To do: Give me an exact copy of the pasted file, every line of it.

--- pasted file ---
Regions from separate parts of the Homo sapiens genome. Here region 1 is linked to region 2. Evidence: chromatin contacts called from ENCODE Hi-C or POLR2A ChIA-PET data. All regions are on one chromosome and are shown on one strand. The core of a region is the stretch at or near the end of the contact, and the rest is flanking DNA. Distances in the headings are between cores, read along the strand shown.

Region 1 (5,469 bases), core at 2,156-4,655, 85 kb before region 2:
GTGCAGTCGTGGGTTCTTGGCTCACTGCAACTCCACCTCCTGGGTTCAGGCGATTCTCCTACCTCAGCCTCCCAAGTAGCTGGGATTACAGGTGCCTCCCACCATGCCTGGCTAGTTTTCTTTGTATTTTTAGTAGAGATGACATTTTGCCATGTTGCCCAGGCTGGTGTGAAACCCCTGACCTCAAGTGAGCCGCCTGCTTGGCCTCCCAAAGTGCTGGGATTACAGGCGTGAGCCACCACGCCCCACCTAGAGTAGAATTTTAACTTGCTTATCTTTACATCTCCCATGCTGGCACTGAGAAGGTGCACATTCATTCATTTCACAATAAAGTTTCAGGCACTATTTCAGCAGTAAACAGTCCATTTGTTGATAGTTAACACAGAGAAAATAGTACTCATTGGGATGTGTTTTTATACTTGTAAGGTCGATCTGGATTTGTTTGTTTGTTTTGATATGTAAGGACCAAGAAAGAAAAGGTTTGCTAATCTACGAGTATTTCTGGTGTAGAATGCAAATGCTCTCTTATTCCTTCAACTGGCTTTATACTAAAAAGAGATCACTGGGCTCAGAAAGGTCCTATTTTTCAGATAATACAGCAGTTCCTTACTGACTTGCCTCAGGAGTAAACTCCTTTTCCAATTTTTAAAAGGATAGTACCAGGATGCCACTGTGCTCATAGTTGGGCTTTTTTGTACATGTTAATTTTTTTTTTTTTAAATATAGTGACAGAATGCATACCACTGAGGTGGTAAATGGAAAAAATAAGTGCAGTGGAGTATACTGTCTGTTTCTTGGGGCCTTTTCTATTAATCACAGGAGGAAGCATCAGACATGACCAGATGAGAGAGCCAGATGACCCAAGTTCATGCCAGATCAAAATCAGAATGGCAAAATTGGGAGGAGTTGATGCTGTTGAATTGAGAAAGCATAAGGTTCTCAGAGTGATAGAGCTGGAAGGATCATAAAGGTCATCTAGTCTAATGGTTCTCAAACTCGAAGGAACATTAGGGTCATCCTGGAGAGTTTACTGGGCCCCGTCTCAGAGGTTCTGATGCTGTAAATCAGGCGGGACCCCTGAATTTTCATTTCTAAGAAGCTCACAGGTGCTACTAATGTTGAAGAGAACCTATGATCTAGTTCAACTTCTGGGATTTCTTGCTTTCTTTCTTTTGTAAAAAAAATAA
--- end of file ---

Regions from separate parts of the Homo sapiens genome. Here region 1 is linked to region 2. Evidence: chromatin contacts called from ENCODE Hi-C or POLR2A ChIA-PET data. All regions are on one chromosome and are shown on one strand. The core of a region is the stretch at or near the end of the contact, and the rest is flanking DNA. Distances in the headings are between cores, read along the strand shown.

Region 1 (5,469 bases), core at 2,156-4,655, 85 kb before region 2:
GTGCAGTCGTGGGTTCTTGGCTCACTGCAACTCCACCTCCTGGGTTCAGGCGATTCTCCTACCTCAGCCTCCCAAGTAGCTGGGATTACAGGTGCCTCCCACCATGCCTGGCTAGTTTTCTTTGTATTTTTAGTAGAGATGACATTTTGCCATGTTGCCCAGGCTGGTGTGAAACCCCTGACCTCAAGTGAGCCGCCTGCTTGGCCTCCCAAAGTGCTGGGATTACAGGCGTGAGCCACCACGCCCCACCTAGAGTAGAATTTTAACTTGCTTATCTTTACATCTCCCATGCTGGCACTGAGAAGGTGCACATTCATTCATTTCACAATAAAGTTTCAGGCACTATTTCAGCAGTAAACAGTCCATTTGTTGATAGTTAACACAGAGAAAATAGTACTCATTGGGATGTGTTTTTATACTTGTAAGGTCGATCTGGATTTGTTTGTTTGTTTTGATATGTAAGGACCAAGAAAGAAAAGGTTTGCTAATCTACGAGTATTTCTGGTGTAGAATGCAAATGCTCTCTTATTCCTTCAACTGGCTTTATACTAAAAAGAGATCACTGGGCTCAGAAAGGTCCTATTTTTCAGATAATACAGCAGTTCCTTACTGACTTGCCTCAGGAGTAAACTCCTTTTCCAATTTTTAAAAGGATAGTACCAGGATGCCACTGTGCTCATAGTTGGGCTTTTTTGTACATGTTAATTTTTTTTTTTTTAAATATAGTGACAGAATGCATACCACTGAGGTGGTAAATGGAAAAAATAAGTGCAGTGGAGTATACTGTCTGTTTCTTGGGGCCTTTTCTATTAATCACAGGAGGAAGCATCAGACATGACCAGATGAGAGAGCCAGATGACCCAAGTTCATGCCAGATCAAAATCAGAATGGCAAAATTGGGAGGAGTTGATGCTGTTGAATTGAGAAAGCATAAGGTTCTCAGAGTGATAGAGCTGGAAGGATCATAAAGGTCATCTAGTCTAATGGTTCTCAAACTCGAAGGAACATTAGGGTCATCCTGGAGAGTTTACTGGGCCCCGTCTCAGAGGTTCTGATGCTGTAAATCAGGCGGGACCCCTGAATTTTCATTTCTAAGAAGCTCACAGGTGCTACTAATGTTGAAGAGAACCTATGATCTAGTTCAACTTCTGGGATTTCTTGCTTTCTTTCTTTTGTAAAAAAAATAA